We are in the midst of a journey. We are moving from an atomic world, where physical stuff is critical to a bitonic world where things made of bits are critical. The atomic world is not going away. It is here to stay. The atomic world is augmented by the bitonic world — namely by a bit-like, digital, often called virtual artifacts. As researchers, our goal is to connect the two. Facilitate learning from one setting to another. At the forefront of this learning, we find the legal and governance perspectives.
In my mind, these “legal and governance challenges” highlight at least three points about (a) the maturity of the field of the “virtual,” (b) the special legal perspective on the virtual and (c) the early stage of our work field (and yes, there is a bit of a contradiction with the first point). Let me elaborate:
Maturity – What began as an esoteric discussion about legal issues in games, have moved into real legal battles about virtual goods.
Legal Perspective – The challenges that we met in the bitonic virtual worlds glided into the atomic worlds as the difference between atomic and bitonic worlds started to blur. As technologies like Augmented Reality and Google Glass emerge, we need to examine the definitions and meaning of Avatars, a modified WOW sword, and a re-mixed YouTube movie. We are celebrating 10 years of legal thinking about virtual worlds. What seemed like basic research at the time (for example about virtual money), is now a tax issue (with BitCoin). What seemed like a pure theory (e.g., anonymity) is now CNN news (e.g. Snowden, in Wikipedia). What affected millions of users in a game (e.g., World of Warcraft), now affects more than a billion users (e.g., Facebook).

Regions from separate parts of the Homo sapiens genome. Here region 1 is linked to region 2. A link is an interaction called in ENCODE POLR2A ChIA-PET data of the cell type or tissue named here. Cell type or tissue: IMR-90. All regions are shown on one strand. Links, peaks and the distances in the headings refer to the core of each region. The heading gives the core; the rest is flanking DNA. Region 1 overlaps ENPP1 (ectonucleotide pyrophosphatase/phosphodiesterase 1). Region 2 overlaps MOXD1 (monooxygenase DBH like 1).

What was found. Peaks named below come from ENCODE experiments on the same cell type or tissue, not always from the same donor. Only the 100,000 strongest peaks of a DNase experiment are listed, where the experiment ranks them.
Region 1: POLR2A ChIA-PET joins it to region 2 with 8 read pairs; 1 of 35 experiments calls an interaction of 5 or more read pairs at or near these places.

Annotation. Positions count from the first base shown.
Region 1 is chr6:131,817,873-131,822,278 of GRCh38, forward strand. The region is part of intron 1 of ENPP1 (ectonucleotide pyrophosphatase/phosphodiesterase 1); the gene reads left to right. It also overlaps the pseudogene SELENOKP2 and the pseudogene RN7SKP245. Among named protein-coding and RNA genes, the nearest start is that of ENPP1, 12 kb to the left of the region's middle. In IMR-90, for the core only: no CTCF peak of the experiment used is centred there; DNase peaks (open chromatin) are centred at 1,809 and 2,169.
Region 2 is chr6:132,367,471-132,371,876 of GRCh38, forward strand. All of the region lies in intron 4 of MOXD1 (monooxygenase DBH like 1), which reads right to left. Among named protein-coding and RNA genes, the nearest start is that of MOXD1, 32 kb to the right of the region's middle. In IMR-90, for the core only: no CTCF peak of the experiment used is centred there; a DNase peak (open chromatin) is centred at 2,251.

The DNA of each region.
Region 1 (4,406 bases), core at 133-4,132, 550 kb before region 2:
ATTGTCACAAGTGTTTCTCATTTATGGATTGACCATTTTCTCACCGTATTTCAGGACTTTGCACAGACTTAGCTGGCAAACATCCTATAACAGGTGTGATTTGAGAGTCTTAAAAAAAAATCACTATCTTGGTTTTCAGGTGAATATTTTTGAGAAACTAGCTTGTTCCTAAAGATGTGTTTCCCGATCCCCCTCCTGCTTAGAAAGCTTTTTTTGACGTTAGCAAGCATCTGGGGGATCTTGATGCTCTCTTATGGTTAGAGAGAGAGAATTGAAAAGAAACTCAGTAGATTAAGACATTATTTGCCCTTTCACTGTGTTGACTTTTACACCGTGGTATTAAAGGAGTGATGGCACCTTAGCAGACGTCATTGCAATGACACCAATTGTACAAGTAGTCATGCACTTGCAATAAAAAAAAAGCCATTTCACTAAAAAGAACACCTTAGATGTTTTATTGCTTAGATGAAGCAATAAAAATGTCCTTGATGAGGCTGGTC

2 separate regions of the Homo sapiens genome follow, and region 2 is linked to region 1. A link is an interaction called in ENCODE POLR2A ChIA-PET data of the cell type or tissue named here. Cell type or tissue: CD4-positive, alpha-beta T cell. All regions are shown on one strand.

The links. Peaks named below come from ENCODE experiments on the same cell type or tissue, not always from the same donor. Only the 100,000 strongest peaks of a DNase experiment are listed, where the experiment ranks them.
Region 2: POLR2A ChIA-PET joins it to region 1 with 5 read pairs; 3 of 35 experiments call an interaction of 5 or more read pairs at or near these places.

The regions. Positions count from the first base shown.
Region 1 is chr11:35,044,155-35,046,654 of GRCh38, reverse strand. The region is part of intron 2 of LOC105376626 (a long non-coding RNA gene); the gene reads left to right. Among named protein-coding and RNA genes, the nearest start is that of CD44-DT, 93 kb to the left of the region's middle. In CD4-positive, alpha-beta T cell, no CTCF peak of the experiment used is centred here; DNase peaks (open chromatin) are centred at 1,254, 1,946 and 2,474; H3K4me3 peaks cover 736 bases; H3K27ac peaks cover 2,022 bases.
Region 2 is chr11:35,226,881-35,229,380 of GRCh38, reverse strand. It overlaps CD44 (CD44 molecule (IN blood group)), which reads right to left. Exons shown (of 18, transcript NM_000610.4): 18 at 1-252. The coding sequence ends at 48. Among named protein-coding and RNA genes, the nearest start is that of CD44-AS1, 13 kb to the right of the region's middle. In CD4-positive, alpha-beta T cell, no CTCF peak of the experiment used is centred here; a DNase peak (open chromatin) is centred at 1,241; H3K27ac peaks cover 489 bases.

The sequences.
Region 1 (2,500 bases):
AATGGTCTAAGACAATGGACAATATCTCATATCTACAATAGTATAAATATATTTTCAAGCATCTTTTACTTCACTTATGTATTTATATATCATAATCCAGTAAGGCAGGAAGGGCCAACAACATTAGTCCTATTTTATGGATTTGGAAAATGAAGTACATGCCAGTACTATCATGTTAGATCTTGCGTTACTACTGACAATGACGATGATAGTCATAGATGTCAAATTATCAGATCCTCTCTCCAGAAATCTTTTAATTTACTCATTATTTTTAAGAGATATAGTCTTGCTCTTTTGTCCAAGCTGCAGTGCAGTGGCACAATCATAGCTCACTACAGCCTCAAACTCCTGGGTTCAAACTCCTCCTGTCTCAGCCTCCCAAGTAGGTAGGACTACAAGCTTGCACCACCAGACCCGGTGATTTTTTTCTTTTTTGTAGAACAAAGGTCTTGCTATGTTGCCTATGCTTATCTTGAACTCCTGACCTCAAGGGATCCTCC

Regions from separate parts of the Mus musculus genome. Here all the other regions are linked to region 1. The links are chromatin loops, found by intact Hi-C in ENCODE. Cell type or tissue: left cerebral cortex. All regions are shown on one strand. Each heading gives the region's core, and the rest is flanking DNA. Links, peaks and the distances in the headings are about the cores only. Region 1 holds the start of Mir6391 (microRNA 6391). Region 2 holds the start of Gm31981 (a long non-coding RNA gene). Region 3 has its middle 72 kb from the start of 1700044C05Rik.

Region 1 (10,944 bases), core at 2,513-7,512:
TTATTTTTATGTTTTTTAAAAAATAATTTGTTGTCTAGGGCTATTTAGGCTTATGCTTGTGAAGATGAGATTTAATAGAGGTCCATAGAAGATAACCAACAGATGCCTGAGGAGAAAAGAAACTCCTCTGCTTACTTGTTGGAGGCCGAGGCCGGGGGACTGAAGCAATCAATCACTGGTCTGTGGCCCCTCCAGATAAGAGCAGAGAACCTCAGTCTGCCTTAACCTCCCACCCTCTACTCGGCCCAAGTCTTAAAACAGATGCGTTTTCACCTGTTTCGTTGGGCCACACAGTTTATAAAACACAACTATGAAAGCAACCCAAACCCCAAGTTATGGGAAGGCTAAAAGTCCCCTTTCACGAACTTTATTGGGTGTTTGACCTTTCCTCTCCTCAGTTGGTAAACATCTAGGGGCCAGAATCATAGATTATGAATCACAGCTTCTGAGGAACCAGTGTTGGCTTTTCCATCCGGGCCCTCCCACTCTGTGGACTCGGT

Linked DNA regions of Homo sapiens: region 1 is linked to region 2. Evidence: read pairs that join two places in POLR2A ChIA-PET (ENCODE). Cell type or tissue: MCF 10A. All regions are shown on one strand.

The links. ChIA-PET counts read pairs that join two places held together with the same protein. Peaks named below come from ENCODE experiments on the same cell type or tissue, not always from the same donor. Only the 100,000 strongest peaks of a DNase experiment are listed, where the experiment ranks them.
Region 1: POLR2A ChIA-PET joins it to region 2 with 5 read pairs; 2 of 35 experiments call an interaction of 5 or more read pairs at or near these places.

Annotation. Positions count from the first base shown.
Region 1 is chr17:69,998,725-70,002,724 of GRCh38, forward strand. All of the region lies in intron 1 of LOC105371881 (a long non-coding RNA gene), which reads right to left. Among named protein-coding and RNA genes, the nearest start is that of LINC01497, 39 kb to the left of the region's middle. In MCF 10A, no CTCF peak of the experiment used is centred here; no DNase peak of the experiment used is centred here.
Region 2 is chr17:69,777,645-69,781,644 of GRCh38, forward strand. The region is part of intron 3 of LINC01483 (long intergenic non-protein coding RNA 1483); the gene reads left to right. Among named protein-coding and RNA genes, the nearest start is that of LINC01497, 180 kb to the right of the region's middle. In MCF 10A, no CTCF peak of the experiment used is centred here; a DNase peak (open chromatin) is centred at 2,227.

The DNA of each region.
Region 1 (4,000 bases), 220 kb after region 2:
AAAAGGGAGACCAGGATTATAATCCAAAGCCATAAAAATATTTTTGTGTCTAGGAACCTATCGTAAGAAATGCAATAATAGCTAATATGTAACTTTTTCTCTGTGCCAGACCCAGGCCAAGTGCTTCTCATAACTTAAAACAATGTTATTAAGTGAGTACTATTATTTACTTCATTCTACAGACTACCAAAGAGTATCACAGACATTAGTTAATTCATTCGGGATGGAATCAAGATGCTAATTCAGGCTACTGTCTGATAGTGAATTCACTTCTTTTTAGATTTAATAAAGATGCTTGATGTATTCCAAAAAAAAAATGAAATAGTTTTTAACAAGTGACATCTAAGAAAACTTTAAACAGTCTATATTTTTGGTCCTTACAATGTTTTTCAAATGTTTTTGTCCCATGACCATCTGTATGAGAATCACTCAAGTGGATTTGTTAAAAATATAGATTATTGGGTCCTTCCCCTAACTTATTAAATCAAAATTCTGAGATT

Early Stage – What is “atomic” and what is “bitonic”? I am not sure there is a clear answer (See for example Negroponte, Being Digital, 1995). I am sure that the ratio between atomic and bitonic is changing. We are spending more and more time in virtual worlds (including Facebook, twitter, and the likes). More and more work is being done in virtual worlds (including Skype, WebEx, and Google Drive); we augment our life with virtual lenses (from smart phones to tablets, to watches and glasses). More of what we produce and do result in virtual artifacts.
I think 2014 will continue this trend, as our lives become more bitonic. So let me wish us all a healthy, interesting and productive 2014.
Edward Snowden. (n.d). In Wikipedia. Retrieved September 15, 2013 from http://en.wikipedia.org/wiki/Edward_Snowden.
Negroponte, N. (1995). Being Digital. New York. Alfred A. Knopf, Inc.